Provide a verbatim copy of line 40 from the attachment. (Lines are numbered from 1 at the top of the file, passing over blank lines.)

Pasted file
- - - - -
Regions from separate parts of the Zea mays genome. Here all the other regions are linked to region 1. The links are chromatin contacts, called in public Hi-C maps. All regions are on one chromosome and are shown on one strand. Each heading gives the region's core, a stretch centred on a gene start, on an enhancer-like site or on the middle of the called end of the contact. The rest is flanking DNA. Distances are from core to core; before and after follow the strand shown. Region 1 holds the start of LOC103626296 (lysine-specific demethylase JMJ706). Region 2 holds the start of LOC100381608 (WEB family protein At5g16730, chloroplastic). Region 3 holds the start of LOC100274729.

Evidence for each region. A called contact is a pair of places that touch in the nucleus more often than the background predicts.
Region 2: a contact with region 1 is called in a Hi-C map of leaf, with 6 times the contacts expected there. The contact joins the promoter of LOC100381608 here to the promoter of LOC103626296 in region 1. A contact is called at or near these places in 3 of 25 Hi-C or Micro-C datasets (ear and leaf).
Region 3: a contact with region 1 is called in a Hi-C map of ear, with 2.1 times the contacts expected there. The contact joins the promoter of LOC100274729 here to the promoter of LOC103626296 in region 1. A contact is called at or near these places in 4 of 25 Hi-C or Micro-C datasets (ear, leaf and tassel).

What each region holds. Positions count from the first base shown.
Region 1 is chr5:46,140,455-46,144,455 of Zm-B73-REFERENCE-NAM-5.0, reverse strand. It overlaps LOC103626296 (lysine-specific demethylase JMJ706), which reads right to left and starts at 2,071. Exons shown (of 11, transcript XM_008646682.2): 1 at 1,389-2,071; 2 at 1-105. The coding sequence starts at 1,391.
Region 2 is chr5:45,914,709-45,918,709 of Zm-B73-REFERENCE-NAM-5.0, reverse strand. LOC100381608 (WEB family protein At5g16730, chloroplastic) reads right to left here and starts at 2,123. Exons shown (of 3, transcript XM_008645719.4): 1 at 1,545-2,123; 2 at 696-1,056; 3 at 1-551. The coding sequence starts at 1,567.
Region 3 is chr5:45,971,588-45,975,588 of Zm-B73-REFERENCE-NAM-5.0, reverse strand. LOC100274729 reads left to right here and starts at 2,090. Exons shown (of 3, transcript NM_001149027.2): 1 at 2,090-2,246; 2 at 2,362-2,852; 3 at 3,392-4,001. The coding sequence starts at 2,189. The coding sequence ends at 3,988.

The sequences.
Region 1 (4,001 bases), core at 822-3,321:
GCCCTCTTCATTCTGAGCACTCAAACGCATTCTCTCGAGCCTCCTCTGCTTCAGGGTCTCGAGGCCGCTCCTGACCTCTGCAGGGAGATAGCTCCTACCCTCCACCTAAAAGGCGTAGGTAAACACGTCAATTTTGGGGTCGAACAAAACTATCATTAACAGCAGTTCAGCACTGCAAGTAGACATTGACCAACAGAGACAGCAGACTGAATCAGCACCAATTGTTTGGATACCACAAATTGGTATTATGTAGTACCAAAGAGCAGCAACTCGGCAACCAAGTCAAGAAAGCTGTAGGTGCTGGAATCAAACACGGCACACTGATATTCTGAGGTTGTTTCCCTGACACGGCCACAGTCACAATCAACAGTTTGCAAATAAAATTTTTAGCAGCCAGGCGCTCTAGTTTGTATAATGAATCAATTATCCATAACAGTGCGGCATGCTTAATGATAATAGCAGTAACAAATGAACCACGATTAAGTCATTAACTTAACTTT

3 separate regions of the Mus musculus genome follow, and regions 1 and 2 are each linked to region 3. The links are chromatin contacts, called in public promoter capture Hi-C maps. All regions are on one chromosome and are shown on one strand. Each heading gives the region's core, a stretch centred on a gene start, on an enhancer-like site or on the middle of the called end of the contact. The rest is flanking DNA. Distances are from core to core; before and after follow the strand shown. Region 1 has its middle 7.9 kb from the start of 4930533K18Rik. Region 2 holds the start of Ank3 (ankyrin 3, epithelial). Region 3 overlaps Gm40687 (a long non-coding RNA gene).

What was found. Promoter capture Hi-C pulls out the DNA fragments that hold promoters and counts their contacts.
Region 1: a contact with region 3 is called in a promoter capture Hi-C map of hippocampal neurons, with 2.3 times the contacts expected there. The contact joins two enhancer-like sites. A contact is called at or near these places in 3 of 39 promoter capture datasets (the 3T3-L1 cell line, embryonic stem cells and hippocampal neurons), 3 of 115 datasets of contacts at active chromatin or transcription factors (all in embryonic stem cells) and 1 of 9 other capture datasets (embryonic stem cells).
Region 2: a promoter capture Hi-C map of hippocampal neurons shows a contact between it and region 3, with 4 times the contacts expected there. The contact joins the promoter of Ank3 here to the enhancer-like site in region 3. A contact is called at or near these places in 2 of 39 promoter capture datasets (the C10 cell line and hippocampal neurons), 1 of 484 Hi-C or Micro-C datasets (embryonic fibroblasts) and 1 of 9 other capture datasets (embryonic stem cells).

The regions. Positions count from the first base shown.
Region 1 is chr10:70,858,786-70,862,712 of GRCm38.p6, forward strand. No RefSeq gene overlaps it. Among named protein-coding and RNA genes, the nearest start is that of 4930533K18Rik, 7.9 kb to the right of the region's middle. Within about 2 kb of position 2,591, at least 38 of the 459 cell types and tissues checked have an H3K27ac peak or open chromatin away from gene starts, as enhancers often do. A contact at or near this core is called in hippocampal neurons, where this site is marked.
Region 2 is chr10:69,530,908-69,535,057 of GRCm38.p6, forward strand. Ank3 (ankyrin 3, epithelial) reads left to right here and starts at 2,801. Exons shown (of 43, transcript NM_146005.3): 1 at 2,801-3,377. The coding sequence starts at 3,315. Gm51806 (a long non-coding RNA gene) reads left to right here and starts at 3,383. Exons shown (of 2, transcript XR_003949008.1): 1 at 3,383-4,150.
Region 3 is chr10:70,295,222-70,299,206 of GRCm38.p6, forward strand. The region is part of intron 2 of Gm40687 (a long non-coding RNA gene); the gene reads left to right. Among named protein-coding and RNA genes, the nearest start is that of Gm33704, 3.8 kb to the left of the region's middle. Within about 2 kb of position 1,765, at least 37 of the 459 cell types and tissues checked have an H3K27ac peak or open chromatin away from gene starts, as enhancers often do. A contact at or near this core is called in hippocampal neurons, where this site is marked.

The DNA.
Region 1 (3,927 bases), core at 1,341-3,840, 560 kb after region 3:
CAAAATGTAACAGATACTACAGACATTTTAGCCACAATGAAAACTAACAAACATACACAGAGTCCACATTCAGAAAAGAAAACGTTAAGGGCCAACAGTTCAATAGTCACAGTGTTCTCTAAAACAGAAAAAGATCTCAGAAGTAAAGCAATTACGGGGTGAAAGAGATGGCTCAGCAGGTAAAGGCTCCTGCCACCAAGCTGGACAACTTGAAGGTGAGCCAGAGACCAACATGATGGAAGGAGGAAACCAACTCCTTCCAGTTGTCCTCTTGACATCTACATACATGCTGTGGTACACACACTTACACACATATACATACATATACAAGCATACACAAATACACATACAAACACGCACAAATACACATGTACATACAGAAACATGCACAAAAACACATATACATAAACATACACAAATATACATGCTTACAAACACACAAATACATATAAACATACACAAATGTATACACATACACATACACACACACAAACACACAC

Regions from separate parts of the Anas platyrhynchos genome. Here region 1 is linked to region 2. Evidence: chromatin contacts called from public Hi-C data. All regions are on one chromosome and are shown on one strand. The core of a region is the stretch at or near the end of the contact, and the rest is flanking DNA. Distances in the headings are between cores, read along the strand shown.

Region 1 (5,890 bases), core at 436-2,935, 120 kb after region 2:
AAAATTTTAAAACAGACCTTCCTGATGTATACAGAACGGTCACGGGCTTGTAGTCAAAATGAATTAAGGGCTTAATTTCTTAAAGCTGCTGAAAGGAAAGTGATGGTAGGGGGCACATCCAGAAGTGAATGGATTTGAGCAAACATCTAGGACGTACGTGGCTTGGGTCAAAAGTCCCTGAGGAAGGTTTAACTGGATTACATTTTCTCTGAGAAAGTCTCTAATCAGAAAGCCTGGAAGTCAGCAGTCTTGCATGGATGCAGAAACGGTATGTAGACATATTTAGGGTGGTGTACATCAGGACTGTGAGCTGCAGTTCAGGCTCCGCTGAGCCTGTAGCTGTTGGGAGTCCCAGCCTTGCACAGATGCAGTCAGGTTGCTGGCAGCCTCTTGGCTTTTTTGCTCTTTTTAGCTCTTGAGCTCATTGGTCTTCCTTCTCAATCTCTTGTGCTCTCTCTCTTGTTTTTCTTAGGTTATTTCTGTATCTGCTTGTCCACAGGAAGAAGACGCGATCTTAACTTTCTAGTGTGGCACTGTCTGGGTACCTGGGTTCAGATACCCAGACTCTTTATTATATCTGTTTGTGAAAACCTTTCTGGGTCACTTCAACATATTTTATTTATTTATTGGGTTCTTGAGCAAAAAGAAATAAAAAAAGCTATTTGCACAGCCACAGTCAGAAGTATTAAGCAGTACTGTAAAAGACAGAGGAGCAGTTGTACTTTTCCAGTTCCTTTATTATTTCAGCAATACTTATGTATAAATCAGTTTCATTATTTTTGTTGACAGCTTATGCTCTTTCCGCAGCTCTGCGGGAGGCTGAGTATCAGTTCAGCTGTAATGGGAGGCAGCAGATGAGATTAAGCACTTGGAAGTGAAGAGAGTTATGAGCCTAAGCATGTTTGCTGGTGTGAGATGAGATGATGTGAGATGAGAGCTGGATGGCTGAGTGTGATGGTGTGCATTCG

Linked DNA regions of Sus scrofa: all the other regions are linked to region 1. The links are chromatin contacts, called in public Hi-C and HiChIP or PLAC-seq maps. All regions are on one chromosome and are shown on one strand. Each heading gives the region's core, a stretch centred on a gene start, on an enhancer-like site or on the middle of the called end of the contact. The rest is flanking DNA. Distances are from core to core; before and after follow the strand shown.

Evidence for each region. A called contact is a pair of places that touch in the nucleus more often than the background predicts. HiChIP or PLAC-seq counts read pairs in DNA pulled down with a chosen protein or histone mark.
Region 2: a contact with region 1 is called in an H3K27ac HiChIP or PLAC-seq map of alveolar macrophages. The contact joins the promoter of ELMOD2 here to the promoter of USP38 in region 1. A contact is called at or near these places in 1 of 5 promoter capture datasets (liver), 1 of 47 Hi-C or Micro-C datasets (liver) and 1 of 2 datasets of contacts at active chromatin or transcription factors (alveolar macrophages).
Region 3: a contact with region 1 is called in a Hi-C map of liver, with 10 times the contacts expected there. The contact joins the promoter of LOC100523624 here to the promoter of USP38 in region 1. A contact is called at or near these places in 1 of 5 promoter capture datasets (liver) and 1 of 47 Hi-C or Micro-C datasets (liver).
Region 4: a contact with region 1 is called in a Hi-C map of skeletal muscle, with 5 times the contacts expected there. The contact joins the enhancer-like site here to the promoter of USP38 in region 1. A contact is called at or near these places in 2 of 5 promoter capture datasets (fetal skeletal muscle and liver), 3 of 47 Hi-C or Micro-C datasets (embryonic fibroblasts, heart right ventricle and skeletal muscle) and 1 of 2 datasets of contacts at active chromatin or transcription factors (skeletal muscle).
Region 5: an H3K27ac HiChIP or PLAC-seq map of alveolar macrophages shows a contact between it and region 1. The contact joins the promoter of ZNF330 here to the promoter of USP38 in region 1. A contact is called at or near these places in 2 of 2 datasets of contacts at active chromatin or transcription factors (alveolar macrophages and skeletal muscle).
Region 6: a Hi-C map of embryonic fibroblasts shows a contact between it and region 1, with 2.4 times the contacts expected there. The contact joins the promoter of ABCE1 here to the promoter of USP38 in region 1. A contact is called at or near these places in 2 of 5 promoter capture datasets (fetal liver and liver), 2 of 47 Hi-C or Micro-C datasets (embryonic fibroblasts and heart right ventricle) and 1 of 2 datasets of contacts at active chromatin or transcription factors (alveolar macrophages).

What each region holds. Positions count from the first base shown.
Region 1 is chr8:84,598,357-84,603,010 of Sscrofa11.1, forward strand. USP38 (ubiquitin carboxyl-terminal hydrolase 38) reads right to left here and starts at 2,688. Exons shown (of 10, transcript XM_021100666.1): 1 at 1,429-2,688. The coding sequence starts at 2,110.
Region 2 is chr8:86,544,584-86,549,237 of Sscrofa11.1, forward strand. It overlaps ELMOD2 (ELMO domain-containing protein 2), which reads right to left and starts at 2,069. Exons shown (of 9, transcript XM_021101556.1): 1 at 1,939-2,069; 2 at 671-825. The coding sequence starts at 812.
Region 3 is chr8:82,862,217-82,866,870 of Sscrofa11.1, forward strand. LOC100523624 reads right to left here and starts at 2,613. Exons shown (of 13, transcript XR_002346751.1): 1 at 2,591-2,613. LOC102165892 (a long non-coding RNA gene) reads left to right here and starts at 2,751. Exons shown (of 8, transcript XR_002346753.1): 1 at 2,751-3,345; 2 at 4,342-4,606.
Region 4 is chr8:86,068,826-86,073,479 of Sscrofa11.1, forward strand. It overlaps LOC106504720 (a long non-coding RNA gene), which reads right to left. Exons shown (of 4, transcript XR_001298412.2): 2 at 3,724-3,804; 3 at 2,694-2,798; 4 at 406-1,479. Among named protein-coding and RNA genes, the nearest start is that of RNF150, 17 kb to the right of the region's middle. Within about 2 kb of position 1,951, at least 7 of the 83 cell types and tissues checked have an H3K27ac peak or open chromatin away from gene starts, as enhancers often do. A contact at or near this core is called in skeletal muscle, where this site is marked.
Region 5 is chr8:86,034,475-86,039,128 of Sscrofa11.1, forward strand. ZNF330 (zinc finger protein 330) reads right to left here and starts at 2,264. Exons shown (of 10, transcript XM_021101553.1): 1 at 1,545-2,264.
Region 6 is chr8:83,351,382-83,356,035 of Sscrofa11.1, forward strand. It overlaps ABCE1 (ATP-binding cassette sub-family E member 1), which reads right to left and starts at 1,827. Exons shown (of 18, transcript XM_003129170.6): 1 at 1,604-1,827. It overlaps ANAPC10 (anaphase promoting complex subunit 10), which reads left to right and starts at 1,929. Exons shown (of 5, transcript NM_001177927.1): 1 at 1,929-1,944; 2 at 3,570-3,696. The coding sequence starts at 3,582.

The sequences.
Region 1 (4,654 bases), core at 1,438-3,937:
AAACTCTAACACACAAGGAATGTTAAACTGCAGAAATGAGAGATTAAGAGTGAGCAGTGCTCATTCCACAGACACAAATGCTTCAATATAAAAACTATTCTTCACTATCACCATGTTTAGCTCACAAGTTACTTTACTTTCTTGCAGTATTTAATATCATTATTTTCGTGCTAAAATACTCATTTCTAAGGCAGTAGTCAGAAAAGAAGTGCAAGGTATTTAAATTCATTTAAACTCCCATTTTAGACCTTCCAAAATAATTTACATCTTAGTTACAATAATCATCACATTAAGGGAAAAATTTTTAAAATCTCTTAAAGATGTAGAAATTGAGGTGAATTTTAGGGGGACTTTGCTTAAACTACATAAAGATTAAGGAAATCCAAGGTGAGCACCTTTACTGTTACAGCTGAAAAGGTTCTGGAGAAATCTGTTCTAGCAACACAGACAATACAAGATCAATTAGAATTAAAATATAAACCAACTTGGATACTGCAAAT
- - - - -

The sequences.